Ask BikeNerd: Flat-Resistant Tires, Running Reds, and Drafting Strangers

By Josh Cohen July 30, 2010

Overwhelmed by election endorsements? Think there's more to Seattle than the tunnel and road diets? (If so, you're wrong, obviously). You're in luck. This week's Ask BikeNerd doesn't even begin to broach those subjects, so sit back and enjoy a momentary reprieve.

Ellen asks: What's the best bike tire for avoiding flats?

As with almost every bike product out there, you'll get a dozen answers from a dozen people when you ask about "the best." That said, there is a general consensus that a few noteworty tires are particularly resistant to flats. Most of these models use a thin Kevlar belt or reinforced rubber compounds to improve the tire's ability to withstand punctures from glass, nails, sharp rocks, and other flat-causing garbage that tends to get swept into piles along the side of the road. Because of their reinforcements, flat-resistant tires tend to be a little heavier than other tires, but a few hundred extra grams of weight (quarter to half-a-pound, maybe) is pretty negligible in practice.

Continental GatorSkins: GatorSkins supposedly strike a good balance between ride quality and flat protection. They come in several different sizes and widths. They'll run you about $40-60 per tire. I've never used GatorSkins, but my dad sings their praises. [Ed. Note: As does PubliCola Editor Erica C. Barnett, who hasn't had a flat with her GatorSkins in more than three years.] He's gone several years and several thousand miles on them (mostly on his 16-mile round-trip commute) without any flats.

Schwalbe Marathon series: German tire company Schwalbe offers 11 different versions of their Marathon tires in pretty much any size, width, or tread pattern you could want, ranging from about $35 per tire for the basic version to about $80 per tire for the fancy version. Self-supported touring cyclists hold the Marathons in high regard.

Panaracer Pasela TG: I have a set of Panaracer Pasela TGs (the "TG" stands for Tour Guard), and I've had pretty good luck with them. They are a much more budget-minded tire (in the $25-30 range). Their quality and long-term durability probably don't hold up to the more expensive tires I listed, but for the money, they've treated me well. I've ridden them for more than 1,000 miles and have only gotten one flat (caused by an industrial construction-site nail, something few tires could withstand).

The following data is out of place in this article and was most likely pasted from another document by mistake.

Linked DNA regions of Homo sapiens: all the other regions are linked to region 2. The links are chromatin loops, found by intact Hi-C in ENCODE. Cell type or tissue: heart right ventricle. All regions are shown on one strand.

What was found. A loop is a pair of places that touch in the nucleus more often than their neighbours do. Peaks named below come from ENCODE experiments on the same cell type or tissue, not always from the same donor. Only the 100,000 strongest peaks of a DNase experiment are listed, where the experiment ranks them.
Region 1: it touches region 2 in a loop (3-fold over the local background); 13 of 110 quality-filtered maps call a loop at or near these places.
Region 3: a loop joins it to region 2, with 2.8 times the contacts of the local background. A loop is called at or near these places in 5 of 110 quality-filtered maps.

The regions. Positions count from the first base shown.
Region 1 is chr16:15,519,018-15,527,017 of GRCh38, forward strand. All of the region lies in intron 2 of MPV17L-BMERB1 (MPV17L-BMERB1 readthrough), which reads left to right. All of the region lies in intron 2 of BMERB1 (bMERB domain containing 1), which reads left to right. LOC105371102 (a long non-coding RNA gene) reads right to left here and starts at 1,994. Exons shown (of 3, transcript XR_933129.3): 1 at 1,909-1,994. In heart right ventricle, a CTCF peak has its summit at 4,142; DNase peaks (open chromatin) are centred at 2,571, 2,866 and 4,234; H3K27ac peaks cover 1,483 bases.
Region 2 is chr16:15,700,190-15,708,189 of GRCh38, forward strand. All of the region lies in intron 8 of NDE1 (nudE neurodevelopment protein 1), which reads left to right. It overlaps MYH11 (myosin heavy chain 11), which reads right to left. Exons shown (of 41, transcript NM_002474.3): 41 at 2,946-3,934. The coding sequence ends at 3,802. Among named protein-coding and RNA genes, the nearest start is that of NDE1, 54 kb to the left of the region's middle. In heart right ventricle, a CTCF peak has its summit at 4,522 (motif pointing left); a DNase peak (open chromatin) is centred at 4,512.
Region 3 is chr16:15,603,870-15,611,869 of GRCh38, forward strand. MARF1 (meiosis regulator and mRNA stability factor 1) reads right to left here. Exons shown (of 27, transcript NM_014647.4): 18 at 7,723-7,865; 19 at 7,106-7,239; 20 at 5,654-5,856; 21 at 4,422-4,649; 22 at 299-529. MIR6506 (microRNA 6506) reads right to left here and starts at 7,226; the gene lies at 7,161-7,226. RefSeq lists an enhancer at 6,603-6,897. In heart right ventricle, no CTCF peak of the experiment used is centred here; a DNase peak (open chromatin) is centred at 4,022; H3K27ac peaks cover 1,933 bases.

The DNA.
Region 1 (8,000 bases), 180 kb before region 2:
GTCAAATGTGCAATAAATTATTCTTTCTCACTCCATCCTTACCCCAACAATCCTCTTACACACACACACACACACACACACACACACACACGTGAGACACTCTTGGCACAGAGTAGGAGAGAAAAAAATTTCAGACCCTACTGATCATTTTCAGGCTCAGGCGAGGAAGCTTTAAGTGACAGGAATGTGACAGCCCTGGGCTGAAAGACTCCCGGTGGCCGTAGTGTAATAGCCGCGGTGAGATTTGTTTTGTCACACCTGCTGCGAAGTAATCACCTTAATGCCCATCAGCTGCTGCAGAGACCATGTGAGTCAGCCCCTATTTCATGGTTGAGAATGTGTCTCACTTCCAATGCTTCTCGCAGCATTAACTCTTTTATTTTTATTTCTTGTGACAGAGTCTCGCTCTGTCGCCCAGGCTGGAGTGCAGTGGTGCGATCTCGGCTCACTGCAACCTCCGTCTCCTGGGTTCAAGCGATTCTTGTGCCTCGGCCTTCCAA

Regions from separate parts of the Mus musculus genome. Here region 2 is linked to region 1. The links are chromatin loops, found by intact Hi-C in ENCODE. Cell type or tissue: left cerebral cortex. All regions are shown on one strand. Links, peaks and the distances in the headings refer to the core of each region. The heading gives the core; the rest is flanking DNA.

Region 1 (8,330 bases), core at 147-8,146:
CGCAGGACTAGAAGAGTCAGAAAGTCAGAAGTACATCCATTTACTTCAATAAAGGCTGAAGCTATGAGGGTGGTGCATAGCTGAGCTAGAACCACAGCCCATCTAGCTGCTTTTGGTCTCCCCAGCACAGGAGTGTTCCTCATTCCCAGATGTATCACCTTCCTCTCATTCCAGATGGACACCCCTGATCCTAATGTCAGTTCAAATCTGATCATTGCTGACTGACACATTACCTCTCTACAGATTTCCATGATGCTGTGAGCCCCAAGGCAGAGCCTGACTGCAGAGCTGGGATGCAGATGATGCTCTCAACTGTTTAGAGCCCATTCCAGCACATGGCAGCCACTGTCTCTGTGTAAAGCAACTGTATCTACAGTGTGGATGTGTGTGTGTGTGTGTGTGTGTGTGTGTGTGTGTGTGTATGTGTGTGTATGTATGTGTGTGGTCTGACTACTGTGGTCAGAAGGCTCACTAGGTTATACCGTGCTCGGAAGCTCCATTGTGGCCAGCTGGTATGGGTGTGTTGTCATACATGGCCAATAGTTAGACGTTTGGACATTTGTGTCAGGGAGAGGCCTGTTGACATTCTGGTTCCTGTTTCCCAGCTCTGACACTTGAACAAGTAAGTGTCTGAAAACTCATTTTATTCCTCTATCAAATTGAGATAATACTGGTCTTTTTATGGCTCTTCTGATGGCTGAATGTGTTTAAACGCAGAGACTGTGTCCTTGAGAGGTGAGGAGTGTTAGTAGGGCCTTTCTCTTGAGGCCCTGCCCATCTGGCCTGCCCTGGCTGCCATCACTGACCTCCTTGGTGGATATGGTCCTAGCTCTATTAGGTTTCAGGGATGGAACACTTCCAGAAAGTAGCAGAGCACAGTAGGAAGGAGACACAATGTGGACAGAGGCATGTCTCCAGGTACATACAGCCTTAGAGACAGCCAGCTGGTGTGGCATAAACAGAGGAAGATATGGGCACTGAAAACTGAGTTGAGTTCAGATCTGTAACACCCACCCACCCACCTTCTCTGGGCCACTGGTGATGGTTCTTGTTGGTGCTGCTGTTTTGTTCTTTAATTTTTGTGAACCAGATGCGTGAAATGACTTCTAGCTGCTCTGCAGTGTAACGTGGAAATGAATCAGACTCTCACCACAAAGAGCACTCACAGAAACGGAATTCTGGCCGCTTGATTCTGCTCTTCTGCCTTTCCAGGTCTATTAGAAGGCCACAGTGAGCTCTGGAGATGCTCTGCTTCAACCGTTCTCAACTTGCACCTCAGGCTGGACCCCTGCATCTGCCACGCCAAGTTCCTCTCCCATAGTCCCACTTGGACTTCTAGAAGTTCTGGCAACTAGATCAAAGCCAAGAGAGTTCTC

Those are just three of many, many flat-resistant tires out there. Almost every tire company has a "flat-resistant" tire in its product line. Ultimately, your best bet is to head to your favorite bike shop, tell them what you're looking for, and see what they've got in stock and what they recommend.

Alex asks: "Why does the light sometimes fail to change when I'm the only one in the intersection, and is it OK to run a red light in that situation?"

The answer to part one is: A lot of traffic lights are controlled by sensors embedded in the road. The most common type of sensor is an induction loop, which basically works by detecting the magnetic presence of a car on top of it (I realize that's a gross oversimplification, but I was an English major so leave me alone science nerds!) Some of those sensors aren't sensitive enough to detect bikes; hence, the light doesn't change when you're alone in the intersection.

The short answer to part two of your question: No, you cannot legally run the red light. Bicycles are considered vehicles and are subject to all vehicular laws, including the law against running red lights.

The longer answer is a little trickier. If you're at a red light, the sensor doesn't detect you, and there are no cars around, you can't really be expected to wait around hoping for the magnetic salvation of a SUV. I say it's perfectly reasonable to continue through the intersection (when it's clear and safe, of course) after waiting several minutes in vain.

This of course begins to skirt the rage-inducing question of whether it's OK for bicyclists to run red lights. That requires an even more complicated answer, one that I'm going to hold off on until next week (an Ask BikeNerd cliffhanger!) for the sake of keeping the column at a readable length. However, I will point to an excellent StreetFilms clip from this spring in which Randy Cohen, a man so ethical the New York Times pays him for his ethics opinions, said he thinks it's fine to run reds as long as it doesn't endanger anyone, including yourself.

Finally, Doug asks: How big an asshole do you have to be to draft a cyclist you don't know? [Drafting: Riding closely behind another cyclist to reduce wind drag].

A big one.

For one, it's unsafe. Obviously drafting requires you to be very close to the wheel in front of you. The stranger you're drafting could be (and likely is) unpredictable and make a turn or hit the brakes without any warning. The uninvited drafter is probably too close to react and could easily take both riders down.

It's also just a jerk move to make someone else do all the work.

If you really feel the need to draft on your commute (uninvited drafting seems to happen most with commuters, especially on the Burke-Gilman trail), ask the draftee for permission first. The worst they can say is no and when they do, you can pull around them, drop the hammer, and win the race that nobody else realized they were participating in.

That's all for this week. Join me next Friday for the exciting conclusion to the red-light-running discussion. And, as always, send your bike questions to [email protected]
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